I finally broke down and bought this 1959 novel because I’ve heard so much about it over the years. The Haunting of Hill House contains the requisite features of any ghost story: musty rooms, disorienting angles, a cold spot, disembodied voices, and terrifying noises. What makes it special is the way Shirley Jackson uses the house to reflect individual human experiences.
Dr. John Montague, a phenomenologist, invites three people to join him in a scientific study of Hill House. Something has driven away each of its previous tenants, and the doctor wants to know what they are. Each guest has different reasons for accepting the invitation. Eleanor Vance, whose mother died recently, finds herself drawn to the house before she ever sees it. The relationships that develop among the other guests force Eleanor into empathy with Hill House.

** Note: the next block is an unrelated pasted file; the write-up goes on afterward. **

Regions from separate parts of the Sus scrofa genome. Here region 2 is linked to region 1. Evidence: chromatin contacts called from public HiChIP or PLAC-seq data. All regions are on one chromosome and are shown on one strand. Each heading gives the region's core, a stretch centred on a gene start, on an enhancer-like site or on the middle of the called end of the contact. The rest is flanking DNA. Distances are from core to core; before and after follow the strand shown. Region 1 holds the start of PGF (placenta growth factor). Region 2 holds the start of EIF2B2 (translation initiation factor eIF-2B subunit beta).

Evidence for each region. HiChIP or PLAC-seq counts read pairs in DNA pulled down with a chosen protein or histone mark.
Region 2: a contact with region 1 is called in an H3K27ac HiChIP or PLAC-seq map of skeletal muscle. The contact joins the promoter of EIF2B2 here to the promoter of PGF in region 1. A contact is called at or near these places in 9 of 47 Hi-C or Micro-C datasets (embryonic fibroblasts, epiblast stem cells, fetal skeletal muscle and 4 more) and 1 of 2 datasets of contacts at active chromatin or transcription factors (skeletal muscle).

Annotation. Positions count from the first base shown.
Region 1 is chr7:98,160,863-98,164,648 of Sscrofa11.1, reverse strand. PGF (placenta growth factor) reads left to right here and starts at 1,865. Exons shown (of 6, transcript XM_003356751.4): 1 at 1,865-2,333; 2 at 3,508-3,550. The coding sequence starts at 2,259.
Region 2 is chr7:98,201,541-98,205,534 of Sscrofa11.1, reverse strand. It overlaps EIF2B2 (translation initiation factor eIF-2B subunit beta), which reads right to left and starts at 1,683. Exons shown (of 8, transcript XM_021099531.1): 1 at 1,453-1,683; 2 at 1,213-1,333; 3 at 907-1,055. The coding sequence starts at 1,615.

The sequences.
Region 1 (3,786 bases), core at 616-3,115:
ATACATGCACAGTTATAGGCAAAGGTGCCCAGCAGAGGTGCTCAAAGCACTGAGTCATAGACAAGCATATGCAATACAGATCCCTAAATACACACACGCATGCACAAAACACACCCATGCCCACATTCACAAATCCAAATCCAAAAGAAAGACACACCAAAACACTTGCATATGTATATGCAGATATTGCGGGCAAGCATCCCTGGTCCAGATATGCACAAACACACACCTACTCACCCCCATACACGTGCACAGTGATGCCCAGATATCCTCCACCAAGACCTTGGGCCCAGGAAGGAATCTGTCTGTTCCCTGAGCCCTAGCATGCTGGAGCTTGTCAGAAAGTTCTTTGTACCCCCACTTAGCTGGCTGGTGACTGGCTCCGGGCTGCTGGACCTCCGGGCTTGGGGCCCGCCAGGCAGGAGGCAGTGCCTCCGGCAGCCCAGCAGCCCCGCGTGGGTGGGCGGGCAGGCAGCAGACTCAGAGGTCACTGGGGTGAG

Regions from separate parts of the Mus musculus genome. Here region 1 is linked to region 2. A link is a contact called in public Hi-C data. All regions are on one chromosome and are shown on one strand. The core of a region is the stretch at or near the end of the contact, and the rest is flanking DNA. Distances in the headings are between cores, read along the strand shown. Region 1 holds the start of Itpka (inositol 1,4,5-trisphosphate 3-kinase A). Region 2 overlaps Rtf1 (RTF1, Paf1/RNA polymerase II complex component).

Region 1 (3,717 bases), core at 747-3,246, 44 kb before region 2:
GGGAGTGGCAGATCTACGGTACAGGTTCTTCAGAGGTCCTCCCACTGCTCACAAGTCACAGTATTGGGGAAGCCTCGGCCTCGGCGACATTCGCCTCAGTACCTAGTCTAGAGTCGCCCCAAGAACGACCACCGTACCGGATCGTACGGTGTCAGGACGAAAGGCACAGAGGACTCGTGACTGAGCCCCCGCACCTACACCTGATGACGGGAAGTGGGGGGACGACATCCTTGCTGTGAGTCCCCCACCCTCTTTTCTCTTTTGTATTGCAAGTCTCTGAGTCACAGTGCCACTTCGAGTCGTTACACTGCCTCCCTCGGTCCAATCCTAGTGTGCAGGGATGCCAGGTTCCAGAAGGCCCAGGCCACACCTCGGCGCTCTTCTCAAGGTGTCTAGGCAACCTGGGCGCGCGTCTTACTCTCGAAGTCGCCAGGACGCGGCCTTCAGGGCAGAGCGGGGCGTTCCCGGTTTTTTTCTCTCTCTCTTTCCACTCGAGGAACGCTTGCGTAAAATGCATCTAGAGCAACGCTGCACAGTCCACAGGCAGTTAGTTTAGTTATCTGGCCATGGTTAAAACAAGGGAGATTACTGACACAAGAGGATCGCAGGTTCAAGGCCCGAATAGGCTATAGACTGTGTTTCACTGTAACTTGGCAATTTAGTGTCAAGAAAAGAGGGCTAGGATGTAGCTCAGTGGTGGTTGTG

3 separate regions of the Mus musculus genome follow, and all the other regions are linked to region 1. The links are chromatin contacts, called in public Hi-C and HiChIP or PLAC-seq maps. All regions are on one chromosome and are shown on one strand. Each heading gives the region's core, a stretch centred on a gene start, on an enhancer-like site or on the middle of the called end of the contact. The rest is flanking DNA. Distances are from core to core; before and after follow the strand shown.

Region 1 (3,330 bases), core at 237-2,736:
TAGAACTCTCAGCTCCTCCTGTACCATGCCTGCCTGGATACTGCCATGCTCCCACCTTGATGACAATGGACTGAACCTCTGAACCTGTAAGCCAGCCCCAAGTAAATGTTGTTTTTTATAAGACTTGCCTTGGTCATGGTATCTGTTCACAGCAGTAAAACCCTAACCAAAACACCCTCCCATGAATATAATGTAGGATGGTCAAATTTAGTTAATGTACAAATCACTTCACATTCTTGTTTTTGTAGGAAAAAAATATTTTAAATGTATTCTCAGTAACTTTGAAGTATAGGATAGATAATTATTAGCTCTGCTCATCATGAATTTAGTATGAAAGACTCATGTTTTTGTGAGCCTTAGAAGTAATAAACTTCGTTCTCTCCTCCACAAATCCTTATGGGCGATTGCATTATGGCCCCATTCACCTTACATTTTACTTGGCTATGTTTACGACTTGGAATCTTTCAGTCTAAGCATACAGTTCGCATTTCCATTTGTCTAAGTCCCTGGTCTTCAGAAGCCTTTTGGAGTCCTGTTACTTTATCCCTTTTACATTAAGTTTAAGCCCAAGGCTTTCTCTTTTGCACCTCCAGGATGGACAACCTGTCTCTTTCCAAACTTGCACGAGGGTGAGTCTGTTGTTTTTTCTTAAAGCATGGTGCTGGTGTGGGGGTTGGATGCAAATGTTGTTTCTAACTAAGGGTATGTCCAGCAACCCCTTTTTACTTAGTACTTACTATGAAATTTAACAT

Eleanor’s character and motivations emerge in nicely detailed narration as she fantasizes about starting her life over. On her arrival, she finds Hill House defiant and daring: “This house, which seemed to have formed itself … reared its great head back against the sky without concession to humanity. It was a house without kindness, never meant to be lived in, not a fit place for people or for love or for hope.” While the other guests respond predictably to supernatural events, Eleanor finds personal significance in them.
Anyone who has read The Shining or ‘Salem’s Lot will quickly recognize the great influence Jackson’s novel had on Stephen King. Jack Torrance’s adventures in the Overlook Hotel and Ben Mears’ obsession with the Marsten house have their roots in Hill House. But Jackson’s classic is more than a horror story. It is a tale of personal tragedy well deserving of a five-star rating.